The only way the citizens can move cannabis out of Schedule I is to get an evidentiary hearing – so the DEA designed a test that will never permit an evidentiary hearing.
That is arbitrary and capricious.
If you want to read why the DEA’s entire construction of the CAMUIT provision in the Controlled Substances Act is unconstitutional just go ahead and read Madmen Rule You already.

7 thoughts on “The meaning of the DEA’s recent victory in ASA v DEA

  1. Your analysis suffers from the same fallacy as the DEA's. Truncating “currently accepted medical use in treatment in the United States” to “currently accepted medical use in treatment (CAMUIT)” is reading the states (federalism) completely out of the statute. I don't know why all you want to disregard states' rights, but the position you are taking is unconstitutional. If you want an acronym, it should be CAMUITITUS, not CAMUIT.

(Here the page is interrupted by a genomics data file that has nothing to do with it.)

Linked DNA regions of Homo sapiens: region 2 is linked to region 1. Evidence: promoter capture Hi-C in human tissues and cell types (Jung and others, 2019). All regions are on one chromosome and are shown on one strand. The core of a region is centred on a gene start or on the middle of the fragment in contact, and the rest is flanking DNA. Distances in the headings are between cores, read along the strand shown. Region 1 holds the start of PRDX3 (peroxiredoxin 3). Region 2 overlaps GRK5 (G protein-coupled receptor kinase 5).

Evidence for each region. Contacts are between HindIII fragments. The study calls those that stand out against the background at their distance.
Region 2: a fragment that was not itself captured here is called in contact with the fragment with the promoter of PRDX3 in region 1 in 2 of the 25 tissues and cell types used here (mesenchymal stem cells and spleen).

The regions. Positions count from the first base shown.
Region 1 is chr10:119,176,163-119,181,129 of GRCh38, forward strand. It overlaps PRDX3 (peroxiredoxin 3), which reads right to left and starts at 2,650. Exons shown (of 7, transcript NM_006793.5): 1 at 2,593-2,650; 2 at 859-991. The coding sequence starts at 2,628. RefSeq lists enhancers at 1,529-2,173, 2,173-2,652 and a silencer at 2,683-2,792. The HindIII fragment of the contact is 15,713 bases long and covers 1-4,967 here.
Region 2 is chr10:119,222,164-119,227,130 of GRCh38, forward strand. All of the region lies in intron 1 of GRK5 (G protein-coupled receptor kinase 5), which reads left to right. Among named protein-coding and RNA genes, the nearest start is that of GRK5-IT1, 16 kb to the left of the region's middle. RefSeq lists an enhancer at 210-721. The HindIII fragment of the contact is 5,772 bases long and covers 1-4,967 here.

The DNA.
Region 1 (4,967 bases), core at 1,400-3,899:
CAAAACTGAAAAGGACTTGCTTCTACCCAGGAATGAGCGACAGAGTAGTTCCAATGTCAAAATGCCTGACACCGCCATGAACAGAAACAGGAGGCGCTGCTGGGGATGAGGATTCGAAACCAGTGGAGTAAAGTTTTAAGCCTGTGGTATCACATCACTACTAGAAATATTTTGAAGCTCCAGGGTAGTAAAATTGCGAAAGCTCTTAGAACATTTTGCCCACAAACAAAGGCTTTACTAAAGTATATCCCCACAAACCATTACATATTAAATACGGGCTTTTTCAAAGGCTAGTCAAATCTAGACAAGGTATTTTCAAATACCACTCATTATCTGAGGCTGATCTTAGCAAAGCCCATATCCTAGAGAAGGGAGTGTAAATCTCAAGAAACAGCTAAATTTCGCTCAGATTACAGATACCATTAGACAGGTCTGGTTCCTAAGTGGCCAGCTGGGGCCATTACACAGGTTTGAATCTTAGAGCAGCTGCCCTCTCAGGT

2. Hi Carl. Thanks for your comment.

    As I see it, the federalism issue does not appear on the surface of that clause and so it needs to be discussed/drawn out in a separate discussion in any event, so I don't think that the truncation in the acronym makes a practical difference. Even if you include the initials of the last four words (including “in the United States”) in the acronym, you still need to walk through the 10th Amendment issue; so I don't see a great loss in leaving out those last 4 letters, which just makes the acronym more cumbersome.

    The only issue that appears in the text of the clause is the implication that medical use in treatment outside the US makes no difference on the federal government's position – which we could assume anyway.

    I discussed the federalism issue in Madmen Rule You.
    I just don't think that the appearance/non-appearance of “ITUS” in the acronym is critical since it needs to be explained anyway.

    Everyone doing the analysis is free to focus on and explain the issue.